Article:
Morton’s of Omaha
Pot Roast Strudel
Fully cooked, easy to prepare meat items are
Emmpak’s specialty. All their products are made
with great care so you can cook to impress the
most critical of guests or the closest of family.
Morton’s of Omaha Pot Roast is USDA Choice
and available only at Costco.
2pounds Morton’s of 7 ounces beef demi-glace
choice beef pot roast,
cooked in butter phyllo sheets
1. Preheat oven to 325°F. Combine pot roast,
carrots, onion and beef demi-glace. Sprinkle with
thyme and salt and pepper to taste.
2. On a jelly-roll pan lined with parchment paper,
stack phyllo dough sheets, lightly brushing every
other sheet with melted butter.
3. Place pot roast mixture down the center of
stacked phyllo dough. Fold up the long sides
and pull up the ends neatly. Lightly brush seams
with butter to seal. Roll the strudel over so the
seams are on the bottom. Lightly brush strudel
with melted butter.
4. Bake for 25 minutes, or until golden brown.
5. Remove from oven and let stand for 10 minutes
before slicing with a serrated knife.
Makes 4-6 servings.
*Brands may vary by region; substitute a similar product.
Marrying Meat and Wine
The robust flavors of meat call for hearty wines,
and there are few things as satisfying as a nice
steak and a good glass of red wine, notes David
Andrew, Costco’s global wine director. There is,
however, a wide range of meat flavors and an
even larger range of wines to accompany them.
How well each wine works with the meat depends
on the method of preparation, but here are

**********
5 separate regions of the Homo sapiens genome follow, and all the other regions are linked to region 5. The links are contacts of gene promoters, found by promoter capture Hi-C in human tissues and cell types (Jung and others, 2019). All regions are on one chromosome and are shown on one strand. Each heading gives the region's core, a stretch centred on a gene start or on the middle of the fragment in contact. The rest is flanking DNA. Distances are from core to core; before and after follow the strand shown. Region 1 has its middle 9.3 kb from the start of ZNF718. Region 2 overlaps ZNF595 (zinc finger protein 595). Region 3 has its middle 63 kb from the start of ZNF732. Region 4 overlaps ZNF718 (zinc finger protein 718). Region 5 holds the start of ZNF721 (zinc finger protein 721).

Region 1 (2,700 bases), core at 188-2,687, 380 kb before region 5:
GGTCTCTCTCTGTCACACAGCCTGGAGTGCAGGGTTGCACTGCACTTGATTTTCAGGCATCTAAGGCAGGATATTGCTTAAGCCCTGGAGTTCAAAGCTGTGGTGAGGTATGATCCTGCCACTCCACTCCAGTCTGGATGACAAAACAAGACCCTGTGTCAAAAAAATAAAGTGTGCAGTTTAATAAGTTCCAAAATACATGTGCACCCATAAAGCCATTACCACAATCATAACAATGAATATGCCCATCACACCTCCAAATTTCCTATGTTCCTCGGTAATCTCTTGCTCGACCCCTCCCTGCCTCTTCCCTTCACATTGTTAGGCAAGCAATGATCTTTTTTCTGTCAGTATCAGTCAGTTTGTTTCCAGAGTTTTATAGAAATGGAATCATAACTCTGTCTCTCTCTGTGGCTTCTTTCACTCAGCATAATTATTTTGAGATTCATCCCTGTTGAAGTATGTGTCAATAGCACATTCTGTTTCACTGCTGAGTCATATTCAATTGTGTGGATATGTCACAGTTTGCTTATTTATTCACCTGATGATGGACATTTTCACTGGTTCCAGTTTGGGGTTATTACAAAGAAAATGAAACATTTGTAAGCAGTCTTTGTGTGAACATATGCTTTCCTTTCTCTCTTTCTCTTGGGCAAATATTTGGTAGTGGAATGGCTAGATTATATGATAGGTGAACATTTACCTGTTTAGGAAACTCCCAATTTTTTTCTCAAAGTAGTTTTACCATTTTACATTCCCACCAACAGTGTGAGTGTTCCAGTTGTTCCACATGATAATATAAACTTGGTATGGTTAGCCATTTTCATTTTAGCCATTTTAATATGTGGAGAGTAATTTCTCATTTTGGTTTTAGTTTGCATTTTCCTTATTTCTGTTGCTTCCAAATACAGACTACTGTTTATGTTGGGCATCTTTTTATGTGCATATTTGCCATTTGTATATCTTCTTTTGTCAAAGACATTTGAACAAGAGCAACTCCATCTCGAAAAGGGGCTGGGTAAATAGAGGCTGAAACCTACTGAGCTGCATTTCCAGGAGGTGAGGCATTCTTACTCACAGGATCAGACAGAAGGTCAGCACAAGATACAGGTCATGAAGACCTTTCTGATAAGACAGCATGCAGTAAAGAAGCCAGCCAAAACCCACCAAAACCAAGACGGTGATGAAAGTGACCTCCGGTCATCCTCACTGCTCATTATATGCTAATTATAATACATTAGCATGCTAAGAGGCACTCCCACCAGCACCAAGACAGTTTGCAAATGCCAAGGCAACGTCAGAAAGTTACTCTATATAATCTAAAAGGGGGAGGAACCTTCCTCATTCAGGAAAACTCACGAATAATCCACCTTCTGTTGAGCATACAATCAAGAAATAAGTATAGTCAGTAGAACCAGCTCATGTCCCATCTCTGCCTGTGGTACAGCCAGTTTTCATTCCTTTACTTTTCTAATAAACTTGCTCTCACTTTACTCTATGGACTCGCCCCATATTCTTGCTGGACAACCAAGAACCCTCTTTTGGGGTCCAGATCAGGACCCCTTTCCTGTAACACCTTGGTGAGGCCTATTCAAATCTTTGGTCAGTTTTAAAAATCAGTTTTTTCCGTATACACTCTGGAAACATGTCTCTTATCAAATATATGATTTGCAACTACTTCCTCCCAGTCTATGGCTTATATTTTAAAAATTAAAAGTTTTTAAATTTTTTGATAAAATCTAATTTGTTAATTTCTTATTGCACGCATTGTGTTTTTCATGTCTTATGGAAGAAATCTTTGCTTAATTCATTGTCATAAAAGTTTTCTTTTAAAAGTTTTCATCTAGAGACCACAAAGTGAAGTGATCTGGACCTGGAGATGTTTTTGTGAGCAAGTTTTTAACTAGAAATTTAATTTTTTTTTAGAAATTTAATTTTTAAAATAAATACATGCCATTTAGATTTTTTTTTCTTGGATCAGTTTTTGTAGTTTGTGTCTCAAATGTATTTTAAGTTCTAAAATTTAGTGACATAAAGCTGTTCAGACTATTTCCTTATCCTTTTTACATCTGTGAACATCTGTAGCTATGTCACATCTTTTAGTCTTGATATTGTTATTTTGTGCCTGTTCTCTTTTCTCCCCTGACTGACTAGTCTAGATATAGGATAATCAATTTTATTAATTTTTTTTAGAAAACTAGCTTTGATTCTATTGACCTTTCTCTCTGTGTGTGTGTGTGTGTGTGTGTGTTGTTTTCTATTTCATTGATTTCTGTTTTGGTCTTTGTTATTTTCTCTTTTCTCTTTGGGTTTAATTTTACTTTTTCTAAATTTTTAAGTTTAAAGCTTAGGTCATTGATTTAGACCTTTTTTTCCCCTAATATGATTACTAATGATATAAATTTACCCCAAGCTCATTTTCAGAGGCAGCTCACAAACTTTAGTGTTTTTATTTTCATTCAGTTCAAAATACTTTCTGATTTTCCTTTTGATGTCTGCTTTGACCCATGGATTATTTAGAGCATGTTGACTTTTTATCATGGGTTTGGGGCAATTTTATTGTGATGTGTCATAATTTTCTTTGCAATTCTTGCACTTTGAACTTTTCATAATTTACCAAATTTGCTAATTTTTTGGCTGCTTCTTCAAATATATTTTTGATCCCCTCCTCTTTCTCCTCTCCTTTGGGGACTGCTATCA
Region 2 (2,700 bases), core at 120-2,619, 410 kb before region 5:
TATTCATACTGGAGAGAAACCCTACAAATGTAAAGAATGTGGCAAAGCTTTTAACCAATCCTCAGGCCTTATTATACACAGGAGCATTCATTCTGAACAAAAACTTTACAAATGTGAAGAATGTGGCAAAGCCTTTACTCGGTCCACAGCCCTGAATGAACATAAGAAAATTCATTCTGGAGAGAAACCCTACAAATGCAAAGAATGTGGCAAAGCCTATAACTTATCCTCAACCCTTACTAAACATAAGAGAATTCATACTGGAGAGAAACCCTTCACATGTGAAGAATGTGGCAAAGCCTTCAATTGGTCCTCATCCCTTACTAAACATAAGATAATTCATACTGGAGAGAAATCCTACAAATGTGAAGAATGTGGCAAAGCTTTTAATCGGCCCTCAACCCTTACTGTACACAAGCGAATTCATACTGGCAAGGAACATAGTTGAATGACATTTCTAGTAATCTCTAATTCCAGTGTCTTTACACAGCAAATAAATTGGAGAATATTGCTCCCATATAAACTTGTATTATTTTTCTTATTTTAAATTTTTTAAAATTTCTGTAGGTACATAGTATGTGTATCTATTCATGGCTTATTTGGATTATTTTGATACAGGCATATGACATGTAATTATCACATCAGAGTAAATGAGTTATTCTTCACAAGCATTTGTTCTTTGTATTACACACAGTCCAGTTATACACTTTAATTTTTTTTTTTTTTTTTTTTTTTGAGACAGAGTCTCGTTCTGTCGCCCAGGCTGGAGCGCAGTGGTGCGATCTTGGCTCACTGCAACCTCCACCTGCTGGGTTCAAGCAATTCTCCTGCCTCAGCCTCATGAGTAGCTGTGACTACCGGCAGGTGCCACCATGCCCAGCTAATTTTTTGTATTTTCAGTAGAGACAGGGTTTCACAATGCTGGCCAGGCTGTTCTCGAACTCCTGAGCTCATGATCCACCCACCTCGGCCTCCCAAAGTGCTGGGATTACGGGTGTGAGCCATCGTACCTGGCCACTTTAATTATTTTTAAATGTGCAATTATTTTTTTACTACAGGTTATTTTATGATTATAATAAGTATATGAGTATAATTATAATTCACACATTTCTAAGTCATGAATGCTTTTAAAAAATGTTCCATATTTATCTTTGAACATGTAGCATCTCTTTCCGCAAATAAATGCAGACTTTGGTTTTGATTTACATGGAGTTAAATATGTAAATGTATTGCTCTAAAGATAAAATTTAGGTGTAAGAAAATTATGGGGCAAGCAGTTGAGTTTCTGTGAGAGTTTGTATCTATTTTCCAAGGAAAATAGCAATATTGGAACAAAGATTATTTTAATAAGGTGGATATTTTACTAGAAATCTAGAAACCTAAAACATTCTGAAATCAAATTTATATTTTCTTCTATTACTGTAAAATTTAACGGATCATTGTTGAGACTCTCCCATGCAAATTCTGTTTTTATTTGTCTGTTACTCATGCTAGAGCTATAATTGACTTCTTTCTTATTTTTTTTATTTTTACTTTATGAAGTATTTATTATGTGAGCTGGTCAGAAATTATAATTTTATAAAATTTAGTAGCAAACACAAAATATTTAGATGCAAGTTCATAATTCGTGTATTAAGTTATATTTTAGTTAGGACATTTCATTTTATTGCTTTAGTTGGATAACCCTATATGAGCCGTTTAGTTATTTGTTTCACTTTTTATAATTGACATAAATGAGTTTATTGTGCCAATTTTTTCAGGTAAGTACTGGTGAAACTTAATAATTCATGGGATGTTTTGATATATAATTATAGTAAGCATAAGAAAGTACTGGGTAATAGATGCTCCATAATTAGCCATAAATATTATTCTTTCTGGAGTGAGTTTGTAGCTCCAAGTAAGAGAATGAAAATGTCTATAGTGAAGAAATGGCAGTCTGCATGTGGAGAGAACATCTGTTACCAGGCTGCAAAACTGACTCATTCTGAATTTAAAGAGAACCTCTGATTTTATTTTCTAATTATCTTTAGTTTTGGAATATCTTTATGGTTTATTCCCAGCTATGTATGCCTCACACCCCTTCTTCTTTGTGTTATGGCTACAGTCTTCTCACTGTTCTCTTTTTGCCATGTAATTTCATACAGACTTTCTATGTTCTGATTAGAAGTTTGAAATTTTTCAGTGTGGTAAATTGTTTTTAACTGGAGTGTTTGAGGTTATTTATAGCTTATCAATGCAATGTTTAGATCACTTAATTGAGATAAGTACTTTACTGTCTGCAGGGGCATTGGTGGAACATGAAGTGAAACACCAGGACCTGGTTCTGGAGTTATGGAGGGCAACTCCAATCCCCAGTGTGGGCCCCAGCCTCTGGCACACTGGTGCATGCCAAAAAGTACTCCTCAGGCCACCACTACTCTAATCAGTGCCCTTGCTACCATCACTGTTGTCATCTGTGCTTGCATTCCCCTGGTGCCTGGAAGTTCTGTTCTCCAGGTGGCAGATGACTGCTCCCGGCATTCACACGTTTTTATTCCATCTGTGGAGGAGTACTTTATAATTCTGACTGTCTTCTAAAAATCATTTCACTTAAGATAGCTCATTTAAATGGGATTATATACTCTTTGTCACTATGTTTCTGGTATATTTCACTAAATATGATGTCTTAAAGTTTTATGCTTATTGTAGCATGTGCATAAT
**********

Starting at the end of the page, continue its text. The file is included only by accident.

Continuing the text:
Beef and Steak:Cabernet Sauvignon is a
classic partner for red meat, especially beef
and steak. Cabernets from California, Chile
and Australia or as part of a blend in the great
wines of Bordeaux all work well. Merlot and
Syrah, too, are excellent choices.
Lamb:My favorite meat goes best with Bordeaux,
Rioja and Loire reds like Saumur-Champigny and
Chinon. One sure way to know if a wine is right
for a particular dish is to find out what they eat
in the region where the wine is made. Lamb
often graces the tables of Bordeaux, Rioja and
the Loire Valley.
Casseroles and Stews:Hearty, robust reds are
best. Languedoc, Côtes-du-Rhône and Corbières
fit the bill nicely, as do southern Italian reds,
including those from the islands of Sicily and
Sardinia. Or try a Zinfandel from sunny California.
Pork:Red and white can work equally well
with pork. Aim for lighter reds like Pinot Noir,
Beaujolais or Chianti, or softer reds like Merlot.
Chardonnay is a safe bet for a porky white.
Veal:As with pork, lighter reds and fuller
whites work best.
Poultry:As the flavor strengthens from chicken
to pheasant, so, too, should the wine. A wide
variety of wines work with poultry. I particularly
like White Bordeaux with chicken and turkey or
lighter reds like Beaujolais and Pinot Noir. A nice,
full-bodied Chardonnay is great with goose.
Strongly flavored poultry, like pheasant, can
easily handle red Bordeaux, simpler Cabernets